Jan. 13, 2016 Minutes

College Council Meeting Minutes | Jan. 13, 2016

SUNY Empire State College at Latham

21 British American Blvd.

Latham, NY 12110

1-13-16-minutes (PDF 110kB)


  • James Lytle, Council Chairman
  • Anthony Esposito
  • G. Angela Henry
  • Daniel Wall


  • Merodie Hancock, President
  • Rick Barthelmas, Assistant Vice President for Administration
  • Samuel Conn, Interim Executive Vice President for Information Technology Services and Administration
  • Alfred Ntoko, Provost/Vice President for Academic Affairs
  • Mary Caroline Powers, Vice President for Communications and Government Relations


Mary Mawn, Senate Chairwoman


Minutes from the Sept. 16, 2015, College Council meeting were approved by voice vote.


Mary Mawn outlined the senate business that had been prepared for the previous College Council meeting, which had been canceled. A committee is looking at how governance will be restructured and reviewed within the new ESC 2.0 framework. Initially, the purpose was to review pros and cons of different structures, but now they will propose some potential models moving forward. The college faces an interesting time and it’s a good time to think critically about the effect of governance structure on the college. Budgeting also will be reviewed with governance committees. Governance chairs have been brought in on conversations with the president to review some of these changes as well.


Tony Esposito began to give the ACT report in Angela Henry’s stead, but Henry arrived shortly thereafter. Esposito shared with the council that the ACT Annual Conference was held in October and SUNY Environmental Science and Forestry Board of Trustees Chairwoman Vita DeMarchi was named ACT president, replacing Henry.

Mary Caroline Powers noted that, as of June of 2016, every single member of the council would be serving past their term, with some terms expiring five or more years ago. Unfortunately, the council is in a position familiar to councils across the state. Very few have received attention from the governor’s office to refresh their membership. Henry gave an example of a council that was not able to vote to accept a large gift from a donor due to the lack of a quorum. The councils are unable to fulfill their roles to the colleges they serve without having a full quorum for important voting matters.

At the State of the State Address, Gov. Andrew Cuomo announced that the rational tuition increase has been extended and several other funding initiatives are underway. SUNY institutions also have been charged with working towards sustainability with their heating and cooling systems in any owned building. This shouldn’t be a difficult task for Empire State College, as currently any owned property has been, or will be, equipped with LEED-certified systems.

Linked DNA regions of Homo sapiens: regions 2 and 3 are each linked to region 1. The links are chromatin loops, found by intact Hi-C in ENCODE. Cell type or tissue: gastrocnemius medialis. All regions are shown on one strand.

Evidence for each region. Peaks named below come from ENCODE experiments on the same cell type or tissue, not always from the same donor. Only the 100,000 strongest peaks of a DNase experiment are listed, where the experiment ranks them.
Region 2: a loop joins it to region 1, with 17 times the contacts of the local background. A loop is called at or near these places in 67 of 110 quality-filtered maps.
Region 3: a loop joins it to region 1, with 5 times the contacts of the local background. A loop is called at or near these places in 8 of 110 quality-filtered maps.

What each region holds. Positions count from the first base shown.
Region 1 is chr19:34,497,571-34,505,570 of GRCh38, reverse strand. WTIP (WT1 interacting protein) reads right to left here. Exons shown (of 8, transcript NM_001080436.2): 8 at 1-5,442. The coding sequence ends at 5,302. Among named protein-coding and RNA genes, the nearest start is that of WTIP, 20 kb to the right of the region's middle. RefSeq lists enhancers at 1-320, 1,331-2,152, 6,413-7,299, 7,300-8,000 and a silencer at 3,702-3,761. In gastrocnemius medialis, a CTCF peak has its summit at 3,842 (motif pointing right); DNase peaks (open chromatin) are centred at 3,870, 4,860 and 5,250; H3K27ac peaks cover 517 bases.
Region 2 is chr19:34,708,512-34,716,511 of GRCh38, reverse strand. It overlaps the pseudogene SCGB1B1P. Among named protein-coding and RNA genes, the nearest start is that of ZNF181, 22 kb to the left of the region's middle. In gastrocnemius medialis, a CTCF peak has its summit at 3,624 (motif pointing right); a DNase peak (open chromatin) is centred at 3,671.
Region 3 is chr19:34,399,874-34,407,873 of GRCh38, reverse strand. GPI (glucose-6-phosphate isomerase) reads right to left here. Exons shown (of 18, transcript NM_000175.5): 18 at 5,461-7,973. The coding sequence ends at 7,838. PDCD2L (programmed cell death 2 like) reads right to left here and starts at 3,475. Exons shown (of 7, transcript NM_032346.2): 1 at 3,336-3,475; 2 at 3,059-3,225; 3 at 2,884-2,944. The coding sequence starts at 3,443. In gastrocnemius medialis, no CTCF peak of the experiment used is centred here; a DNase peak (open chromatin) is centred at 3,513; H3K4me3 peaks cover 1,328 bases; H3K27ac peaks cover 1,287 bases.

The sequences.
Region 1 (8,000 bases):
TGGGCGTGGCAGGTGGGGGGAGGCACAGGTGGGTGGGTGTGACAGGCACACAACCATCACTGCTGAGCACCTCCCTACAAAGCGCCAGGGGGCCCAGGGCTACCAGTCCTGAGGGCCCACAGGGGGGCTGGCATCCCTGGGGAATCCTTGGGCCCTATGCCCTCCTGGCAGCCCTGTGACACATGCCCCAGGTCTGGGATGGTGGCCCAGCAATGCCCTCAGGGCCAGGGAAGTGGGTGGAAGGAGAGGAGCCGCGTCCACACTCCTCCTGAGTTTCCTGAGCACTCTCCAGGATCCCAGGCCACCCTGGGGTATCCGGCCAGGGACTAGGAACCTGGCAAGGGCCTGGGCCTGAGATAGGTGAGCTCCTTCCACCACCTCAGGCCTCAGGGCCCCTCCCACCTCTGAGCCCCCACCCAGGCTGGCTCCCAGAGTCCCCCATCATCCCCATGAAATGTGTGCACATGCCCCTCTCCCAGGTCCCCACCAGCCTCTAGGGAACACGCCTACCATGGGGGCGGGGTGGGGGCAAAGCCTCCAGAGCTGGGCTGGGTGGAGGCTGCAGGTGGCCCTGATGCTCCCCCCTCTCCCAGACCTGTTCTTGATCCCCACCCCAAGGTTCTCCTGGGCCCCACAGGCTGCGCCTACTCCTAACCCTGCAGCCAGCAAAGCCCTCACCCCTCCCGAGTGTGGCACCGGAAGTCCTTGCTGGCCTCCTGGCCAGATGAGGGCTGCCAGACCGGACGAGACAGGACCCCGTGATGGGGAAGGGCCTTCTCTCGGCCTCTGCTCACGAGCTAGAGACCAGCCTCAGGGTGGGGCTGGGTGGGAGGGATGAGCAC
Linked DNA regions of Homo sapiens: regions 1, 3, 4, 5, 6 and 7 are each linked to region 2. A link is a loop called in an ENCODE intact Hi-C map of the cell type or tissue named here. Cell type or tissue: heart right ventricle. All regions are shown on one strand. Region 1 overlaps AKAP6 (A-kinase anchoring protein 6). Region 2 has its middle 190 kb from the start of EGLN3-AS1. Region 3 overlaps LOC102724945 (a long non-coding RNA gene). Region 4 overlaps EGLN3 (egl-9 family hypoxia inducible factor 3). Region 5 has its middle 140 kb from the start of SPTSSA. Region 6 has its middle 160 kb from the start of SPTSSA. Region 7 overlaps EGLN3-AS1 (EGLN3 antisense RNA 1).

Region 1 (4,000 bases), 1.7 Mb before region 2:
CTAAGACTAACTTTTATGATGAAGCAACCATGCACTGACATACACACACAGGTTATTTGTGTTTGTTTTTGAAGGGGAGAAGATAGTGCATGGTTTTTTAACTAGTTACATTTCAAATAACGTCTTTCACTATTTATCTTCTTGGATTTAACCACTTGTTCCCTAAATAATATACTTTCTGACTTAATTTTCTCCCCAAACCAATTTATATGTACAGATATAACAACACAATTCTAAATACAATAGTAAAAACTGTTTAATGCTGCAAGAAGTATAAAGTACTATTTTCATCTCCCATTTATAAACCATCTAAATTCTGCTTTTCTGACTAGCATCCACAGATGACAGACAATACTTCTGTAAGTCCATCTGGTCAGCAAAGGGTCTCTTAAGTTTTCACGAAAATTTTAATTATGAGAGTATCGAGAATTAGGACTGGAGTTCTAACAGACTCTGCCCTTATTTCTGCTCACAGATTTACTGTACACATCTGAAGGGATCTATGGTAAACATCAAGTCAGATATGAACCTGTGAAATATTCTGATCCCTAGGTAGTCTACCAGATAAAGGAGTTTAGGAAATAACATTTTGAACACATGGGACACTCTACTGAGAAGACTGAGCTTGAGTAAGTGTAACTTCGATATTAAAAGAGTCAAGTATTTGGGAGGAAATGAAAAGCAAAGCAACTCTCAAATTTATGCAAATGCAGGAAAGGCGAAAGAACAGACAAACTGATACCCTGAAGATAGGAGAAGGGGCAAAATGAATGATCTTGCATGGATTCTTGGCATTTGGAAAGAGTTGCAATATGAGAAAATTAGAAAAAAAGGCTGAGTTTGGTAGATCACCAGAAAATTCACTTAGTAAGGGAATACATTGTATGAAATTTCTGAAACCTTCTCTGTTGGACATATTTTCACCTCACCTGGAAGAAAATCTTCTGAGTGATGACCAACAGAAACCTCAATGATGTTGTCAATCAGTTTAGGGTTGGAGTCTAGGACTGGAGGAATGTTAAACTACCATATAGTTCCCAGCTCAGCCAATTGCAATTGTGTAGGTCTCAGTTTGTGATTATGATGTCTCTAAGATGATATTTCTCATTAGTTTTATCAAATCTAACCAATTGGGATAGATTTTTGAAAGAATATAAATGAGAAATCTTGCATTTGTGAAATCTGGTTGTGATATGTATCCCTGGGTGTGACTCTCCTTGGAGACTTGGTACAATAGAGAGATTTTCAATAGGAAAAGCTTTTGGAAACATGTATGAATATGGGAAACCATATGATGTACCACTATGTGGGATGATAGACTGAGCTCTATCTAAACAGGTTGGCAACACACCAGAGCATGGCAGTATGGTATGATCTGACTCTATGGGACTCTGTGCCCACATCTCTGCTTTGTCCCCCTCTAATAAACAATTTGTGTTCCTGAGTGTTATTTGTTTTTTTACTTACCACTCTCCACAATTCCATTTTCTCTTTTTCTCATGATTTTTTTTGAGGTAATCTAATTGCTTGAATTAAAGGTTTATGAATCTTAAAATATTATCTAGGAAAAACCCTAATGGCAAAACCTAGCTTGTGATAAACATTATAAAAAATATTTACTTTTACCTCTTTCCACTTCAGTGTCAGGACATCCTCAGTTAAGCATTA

The governor also announced that the minimum hourly wage will increase for state university workers to $15, which will affect the college’s employees, including student workers. Empire State College doesn’t have the same number of state employees as a traditional college would have to staff a campus, due to the lack of traditional college vendors and facilities, but it is something to consider moving forward.



Rick Barthelmas reported on the college budget, with information current up until Dec. 31, 2015. For the 2015-2016 calendar year up until that point, the total budget was $97.9 million, with actual expenditures at $41.3 million. Revenues are in line with the projections, but enrollments are trending slightly lower than expected, so the college is continuing cautiously, despite its already modest spending.

A new budget allocation planning process is in progress, with meetings being planned with the vice presidents to set everything up for the 2016-2017 fiscal year. The new process will feature more planning and monitoring, in order to reach a balanced budget with better management of the surplus and restoring cash reserves, building capital for strategic planning, providing funding for training, investing in facilities and resources and investing in many upgrades at different locations.

The college’s foundation board has approved a lease-to-own plan for 3 Union Ave., which will mean that at the end of 10 years, the college will own the building. The process is complicated and will be ongoing, seeking appropriate approvals and permissions, but this is a move in the right direction.

The potential of adding a Queens location is being explored to serve downstate needs better. President Hancock highlighted the importance of stepping back and thinking about how the college wants to be in the next 10 years and beyond. Instead of reactionary responses to lease expirations, it’s important to review facility usage and plan ahead to best suit the vision of the college.